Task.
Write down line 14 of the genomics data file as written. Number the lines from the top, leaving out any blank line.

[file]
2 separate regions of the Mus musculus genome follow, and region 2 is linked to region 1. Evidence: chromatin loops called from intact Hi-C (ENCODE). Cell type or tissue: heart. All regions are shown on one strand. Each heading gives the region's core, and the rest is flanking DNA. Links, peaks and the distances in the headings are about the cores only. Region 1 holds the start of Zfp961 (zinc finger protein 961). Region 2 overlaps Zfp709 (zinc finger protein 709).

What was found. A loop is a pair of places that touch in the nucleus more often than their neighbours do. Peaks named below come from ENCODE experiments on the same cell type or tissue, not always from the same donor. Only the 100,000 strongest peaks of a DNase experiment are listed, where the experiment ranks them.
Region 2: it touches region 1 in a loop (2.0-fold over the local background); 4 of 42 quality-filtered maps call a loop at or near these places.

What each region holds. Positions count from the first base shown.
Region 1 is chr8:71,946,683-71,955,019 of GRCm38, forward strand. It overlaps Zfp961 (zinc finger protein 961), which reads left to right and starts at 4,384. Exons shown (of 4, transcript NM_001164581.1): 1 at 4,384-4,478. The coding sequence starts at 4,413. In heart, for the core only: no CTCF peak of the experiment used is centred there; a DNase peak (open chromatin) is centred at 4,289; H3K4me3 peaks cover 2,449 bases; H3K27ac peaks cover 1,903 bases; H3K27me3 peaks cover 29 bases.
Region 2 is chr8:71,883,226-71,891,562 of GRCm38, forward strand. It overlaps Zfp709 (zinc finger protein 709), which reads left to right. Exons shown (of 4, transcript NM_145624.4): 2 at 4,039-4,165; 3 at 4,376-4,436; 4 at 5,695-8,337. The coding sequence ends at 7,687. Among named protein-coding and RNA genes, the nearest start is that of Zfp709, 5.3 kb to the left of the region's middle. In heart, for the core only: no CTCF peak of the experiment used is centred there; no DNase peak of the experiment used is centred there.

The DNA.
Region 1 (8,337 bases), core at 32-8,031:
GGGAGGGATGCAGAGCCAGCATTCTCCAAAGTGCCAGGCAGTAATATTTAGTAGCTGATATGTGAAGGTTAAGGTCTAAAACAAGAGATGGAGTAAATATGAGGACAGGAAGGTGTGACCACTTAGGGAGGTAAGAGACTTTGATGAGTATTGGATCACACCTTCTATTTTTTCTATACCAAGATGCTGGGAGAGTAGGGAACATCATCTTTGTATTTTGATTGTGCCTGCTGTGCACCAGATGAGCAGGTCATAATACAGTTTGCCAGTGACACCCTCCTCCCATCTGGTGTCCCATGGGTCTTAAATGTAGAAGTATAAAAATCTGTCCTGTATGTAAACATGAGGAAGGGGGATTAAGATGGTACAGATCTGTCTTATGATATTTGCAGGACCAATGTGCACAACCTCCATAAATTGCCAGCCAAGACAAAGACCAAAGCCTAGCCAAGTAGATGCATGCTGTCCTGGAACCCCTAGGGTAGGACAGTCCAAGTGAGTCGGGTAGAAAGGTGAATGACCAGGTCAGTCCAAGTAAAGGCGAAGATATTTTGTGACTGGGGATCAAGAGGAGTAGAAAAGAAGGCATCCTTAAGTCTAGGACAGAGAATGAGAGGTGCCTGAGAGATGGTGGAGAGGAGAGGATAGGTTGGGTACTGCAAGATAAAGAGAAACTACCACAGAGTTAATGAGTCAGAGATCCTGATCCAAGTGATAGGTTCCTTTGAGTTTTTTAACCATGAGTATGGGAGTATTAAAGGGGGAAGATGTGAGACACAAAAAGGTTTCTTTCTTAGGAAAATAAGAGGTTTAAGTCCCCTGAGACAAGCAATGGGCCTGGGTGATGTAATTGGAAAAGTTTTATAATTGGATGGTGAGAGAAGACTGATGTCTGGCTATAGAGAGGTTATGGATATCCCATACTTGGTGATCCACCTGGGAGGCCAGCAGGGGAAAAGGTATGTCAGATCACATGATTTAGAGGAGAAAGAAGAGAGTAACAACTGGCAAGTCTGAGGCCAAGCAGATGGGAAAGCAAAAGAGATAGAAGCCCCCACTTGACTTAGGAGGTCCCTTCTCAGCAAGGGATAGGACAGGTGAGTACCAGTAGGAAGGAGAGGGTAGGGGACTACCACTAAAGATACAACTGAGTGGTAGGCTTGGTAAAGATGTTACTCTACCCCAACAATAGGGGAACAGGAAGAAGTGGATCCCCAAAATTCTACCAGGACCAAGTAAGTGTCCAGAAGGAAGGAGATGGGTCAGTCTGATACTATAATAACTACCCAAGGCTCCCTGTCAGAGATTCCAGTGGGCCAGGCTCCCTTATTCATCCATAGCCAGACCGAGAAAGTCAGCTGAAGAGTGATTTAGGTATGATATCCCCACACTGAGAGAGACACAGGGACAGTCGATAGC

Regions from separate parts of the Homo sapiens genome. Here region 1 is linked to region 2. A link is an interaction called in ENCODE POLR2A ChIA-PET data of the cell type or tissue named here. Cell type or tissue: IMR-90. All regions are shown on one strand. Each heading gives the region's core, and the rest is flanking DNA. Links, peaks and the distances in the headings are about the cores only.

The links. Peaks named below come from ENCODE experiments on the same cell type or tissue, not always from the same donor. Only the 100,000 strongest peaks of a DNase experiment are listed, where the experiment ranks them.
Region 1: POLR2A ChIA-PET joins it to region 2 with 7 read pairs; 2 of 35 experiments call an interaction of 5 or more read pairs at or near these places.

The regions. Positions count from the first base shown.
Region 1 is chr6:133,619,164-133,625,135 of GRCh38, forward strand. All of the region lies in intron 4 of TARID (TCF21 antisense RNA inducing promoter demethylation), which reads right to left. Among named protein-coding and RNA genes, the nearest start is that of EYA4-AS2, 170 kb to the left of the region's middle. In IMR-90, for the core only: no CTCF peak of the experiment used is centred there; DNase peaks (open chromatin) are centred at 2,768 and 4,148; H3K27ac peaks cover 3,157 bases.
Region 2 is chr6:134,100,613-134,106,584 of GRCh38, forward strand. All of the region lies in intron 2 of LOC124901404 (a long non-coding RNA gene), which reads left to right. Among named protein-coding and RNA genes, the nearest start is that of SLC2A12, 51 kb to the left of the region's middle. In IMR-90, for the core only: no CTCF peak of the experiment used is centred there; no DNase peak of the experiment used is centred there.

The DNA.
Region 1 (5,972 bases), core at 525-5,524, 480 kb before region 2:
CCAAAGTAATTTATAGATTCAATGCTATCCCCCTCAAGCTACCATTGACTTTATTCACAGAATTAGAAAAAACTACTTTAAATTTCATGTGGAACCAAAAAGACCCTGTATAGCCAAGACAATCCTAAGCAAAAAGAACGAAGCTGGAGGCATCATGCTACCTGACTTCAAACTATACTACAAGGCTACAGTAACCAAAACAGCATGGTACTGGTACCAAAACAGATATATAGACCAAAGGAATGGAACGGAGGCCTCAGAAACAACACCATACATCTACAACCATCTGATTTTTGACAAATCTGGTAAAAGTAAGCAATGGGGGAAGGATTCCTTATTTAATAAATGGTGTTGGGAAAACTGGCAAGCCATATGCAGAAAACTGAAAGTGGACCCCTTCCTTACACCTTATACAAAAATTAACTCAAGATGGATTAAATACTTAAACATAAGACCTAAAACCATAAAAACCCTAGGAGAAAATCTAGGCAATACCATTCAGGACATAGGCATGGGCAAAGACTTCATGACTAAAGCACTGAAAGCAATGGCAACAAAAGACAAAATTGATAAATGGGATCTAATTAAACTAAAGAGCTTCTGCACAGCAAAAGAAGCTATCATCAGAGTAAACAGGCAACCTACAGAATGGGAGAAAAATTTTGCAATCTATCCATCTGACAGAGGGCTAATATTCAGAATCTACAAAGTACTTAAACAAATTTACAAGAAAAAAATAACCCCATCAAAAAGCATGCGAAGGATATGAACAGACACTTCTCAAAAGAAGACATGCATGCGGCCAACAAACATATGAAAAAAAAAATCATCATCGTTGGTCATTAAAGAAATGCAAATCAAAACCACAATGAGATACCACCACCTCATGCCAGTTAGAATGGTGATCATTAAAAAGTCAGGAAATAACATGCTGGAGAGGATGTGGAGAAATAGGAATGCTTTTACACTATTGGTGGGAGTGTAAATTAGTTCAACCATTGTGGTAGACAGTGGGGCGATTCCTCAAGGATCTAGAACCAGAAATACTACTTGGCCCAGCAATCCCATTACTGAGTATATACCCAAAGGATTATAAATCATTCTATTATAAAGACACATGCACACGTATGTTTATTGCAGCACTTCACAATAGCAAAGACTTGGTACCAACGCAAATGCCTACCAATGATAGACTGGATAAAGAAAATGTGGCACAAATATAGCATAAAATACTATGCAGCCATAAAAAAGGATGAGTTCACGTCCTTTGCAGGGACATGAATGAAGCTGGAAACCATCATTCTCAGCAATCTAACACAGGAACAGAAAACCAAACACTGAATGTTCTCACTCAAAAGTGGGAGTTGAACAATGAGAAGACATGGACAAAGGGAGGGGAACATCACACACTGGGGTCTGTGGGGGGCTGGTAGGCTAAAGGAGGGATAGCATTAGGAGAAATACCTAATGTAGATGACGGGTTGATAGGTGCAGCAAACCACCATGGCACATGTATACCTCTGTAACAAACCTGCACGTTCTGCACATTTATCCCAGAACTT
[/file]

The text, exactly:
Region 1 is chr6:133,619,164-133,625,135 of GRCh38, forward strand. All of the region lies in intron 4 of TARID (TCF21 antisense RNA inducing promoter demethylation), which reads right to left. Among named protein-coding and RNA genes, the nearest start is that of EYA4-AS2, 170 kb to the left of the region's middle. In IMR-90, for the core only: no CTCF peak of the experiment used is centred there; DNase peaks (open chromatin) are centred at 2,768 and 4,148; H3K27ac peaks cover 3,157 bases.